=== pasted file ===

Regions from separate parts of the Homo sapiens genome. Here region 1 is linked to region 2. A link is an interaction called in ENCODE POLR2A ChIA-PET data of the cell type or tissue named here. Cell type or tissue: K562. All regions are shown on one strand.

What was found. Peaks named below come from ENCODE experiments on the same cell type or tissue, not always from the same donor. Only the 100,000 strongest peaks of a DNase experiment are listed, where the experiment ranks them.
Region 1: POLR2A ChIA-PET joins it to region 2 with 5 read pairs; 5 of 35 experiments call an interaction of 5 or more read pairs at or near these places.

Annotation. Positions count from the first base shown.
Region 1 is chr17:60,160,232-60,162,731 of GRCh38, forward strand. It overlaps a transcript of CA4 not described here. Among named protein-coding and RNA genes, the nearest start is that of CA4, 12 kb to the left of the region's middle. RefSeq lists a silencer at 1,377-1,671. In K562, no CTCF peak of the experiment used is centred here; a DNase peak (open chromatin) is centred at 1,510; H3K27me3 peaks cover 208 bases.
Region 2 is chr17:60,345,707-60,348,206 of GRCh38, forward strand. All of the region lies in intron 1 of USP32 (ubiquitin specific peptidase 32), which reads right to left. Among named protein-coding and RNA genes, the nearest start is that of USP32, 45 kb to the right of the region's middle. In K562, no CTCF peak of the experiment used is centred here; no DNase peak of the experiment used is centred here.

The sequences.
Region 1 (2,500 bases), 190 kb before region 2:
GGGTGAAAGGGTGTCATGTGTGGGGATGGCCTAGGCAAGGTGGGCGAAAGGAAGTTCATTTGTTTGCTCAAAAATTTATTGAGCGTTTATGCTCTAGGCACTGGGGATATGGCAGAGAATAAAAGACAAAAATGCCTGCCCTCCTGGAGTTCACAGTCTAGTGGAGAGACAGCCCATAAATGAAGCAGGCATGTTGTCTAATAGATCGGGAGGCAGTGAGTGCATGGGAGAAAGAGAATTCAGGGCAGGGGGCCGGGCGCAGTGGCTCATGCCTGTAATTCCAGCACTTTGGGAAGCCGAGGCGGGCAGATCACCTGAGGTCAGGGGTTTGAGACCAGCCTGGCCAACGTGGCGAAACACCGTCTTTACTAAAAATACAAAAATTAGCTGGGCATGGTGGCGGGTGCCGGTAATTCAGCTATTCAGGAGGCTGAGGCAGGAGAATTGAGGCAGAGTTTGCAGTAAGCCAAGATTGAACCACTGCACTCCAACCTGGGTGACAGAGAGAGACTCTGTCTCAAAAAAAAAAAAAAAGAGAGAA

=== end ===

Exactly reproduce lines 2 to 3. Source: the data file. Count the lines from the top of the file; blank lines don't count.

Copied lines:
What was found. Peaks named below come from ENCODE experiments on the same cell type or tissue, not always from the same donor. Only the 100,000 strongest peaks of a DNase experiment are listed, where the experiment ranks them.
Region 1: POLR2A ChIA-PET joins it to region 2 with 5 read pairs; 5 of 35 experiments call an interaction of 5 or more read pairs at or near these places.